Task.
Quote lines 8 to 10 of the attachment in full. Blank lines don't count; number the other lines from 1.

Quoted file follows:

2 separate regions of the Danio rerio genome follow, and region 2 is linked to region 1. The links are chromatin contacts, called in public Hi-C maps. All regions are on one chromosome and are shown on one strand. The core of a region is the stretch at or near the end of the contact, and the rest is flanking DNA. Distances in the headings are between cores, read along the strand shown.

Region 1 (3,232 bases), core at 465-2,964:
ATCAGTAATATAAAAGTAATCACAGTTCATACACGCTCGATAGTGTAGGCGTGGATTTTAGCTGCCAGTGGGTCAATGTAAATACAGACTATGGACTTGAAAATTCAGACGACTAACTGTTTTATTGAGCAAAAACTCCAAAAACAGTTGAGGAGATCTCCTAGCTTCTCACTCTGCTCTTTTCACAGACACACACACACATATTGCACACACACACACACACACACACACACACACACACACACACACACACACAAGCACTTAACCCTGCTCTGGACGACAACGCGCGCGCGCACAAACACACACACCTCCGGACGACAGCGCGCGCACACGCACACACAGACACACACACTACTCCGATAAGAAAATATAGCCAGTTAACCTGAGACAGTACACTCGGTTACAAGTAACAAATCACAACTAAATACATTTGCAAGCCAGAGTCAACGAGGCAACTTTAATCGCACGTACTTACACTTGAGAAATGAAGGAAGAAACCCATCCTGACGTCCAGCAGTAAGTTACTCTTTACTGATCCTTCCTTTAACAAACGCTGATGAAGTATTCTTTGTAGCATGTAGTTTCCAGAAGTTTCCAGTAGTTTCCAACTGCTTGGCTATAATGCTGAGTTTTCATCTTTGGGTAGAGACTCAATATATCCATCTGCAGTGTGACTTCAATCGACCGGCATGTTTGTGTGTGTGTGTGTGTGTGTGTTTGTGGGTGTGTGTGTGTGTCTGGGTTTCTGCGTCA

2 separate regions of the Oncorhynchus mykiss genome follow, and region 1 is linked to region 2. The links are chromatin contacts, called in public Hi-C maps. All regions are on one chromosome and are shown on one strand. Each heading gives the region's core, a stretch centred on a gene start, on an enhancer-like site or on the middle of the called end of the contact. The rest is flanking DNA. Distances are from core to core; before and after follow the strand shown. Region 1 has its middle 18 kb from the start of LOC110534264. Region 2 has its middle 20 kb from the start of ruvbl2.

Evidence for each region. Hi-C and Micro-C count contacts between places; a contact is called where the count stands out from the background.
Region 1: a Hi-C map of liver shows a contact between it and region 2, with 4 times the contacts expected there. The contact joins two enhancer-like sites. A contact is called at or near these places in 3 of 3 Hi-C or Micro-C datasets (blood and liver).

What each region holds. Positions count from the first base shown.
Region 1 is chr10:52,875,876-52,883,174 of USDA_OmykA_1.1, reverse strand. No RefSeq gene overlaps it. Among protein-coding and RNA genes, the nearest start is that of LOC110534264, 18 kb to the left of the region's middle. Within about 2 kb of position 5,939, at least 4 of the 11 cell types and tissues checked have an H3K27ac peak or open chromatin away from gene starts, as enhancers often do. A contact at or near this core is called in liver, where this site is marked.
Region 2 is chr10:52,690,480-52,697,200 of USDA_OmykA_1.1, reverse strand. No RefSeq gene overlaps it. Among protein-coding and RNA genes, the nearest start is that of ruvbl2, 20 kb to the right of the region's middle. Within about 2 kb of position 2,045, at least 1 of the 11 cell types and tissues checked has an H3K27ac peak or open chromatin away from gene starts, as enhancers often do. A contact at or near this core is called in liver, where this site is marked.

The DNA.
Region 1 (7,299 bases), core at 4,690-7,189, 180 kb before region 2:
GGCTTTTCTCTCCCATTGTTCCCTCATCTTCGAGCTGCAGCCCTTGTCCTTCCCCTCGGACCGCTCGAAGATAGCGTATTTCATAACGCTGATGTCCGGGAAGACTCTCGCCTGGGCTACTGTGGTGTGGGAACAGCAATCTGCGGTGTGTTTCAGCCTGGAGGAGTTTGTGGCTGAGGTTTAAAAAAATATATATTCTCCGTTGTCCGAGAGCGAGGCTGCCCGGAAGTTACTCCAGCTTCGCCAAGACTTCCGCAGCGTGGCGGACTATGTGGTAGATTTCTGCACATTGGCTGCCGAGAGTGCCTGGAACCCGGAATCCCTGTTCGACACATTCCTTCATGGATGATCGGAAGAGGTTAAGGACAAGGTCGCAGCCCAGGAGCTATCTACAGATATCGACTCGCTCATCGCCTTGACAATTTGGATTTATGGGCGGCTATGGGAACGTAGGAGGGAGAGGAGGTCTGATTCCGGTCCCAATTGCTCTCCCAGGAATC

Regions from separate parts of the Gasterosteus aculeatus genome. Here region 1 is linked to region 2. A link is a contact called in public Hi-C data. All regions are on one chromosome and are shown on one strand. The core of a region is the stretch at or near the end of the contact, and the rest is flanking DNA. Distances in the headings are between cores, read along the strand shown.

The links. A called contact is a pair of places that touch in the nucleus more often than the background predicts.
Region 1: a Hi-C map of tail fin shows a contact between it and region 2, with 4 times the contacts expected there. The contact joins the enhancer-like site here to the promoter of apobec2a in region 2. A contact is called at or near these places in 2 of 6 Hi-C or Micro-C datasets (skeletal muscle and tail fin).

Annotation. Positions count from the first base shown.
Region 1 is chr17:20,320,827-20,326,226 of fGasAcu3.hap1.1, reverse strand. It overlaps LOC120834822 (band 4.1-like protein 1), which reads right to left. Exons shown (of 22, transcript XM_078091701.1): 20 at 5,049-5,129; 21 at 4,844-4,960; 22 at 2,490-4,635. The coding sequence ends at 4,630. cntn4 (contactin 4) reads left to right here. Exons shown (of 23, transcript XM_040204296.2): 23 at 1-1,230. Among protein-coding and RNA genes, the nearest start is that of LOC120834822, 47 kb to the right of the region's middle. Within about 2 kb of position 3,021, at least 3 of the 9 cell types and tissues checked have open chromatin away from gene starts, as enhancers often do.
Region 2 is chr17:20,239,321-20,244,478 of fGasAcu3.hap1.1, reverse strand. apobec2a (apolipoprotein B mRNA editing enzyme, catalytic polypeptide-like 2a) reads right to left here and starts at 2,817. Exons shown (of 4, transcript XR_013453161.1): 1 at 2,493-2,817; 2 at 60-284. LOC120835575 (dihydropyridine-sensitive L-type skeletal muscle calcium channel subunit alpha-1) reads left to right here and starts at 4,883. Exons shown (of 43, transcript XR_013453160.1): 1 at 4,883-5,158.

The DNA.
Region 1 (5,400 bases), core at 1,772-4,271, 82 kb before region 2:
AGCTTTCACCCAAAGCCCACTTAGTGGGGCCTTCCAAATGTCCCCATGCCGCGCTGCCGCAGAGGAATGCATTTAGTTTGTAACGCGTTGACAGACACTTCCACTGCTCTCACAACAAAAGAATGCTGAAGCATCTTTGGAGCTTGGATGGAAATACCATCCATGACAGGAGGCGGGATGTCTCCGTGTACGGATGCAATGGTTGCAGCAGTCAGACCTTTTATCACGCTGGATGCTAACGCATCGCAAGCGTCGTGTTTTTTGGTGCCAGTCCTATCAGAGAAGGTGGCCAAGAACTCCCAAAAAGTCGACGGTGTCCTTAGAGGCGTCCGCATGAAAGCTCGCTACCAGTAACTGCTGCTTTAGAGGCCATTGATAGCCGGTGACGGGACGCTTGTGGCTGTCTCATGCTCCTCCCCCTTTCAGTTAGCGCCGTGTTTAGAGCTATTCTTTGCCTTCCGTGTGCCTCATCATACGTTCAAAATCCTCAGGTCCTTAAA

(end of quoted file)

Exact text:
Region 1 is chr10:52,875,876-52,883,174 of USDA_OmykA_1.1, reverse strand. No RefSeq gene overlaps it. Among protein-coding and RNA genes, the nearest start is that of LOC110534264, 18 kb to the left of the region's middle. Within about 2 kb of position 5,939, at least 4 of the 11 cell types and tissues checked have an H3K27ac peak or open chromatin away from gene starts, as enhancers often do. A contact at or near this core is called in liver, where this site is marked.
Region 2 is chr10:52,690,480-52,697,200 of USDA_OmykA_1.1, reverse strand. No RefSeq gene overlaps it. Among protein-coding and RNA genes, the nearest start is that of ruvbl2, 20 kb to the right of the region's middle. Within about 2 kb of position 2,045, at least 1 of the 11 cell types and tissues checked has an H3K27ac peak or open chromatin away from gene starts, as enhancers often do. A contact at or near this core is called in liver, where this site is marked.

The DNA.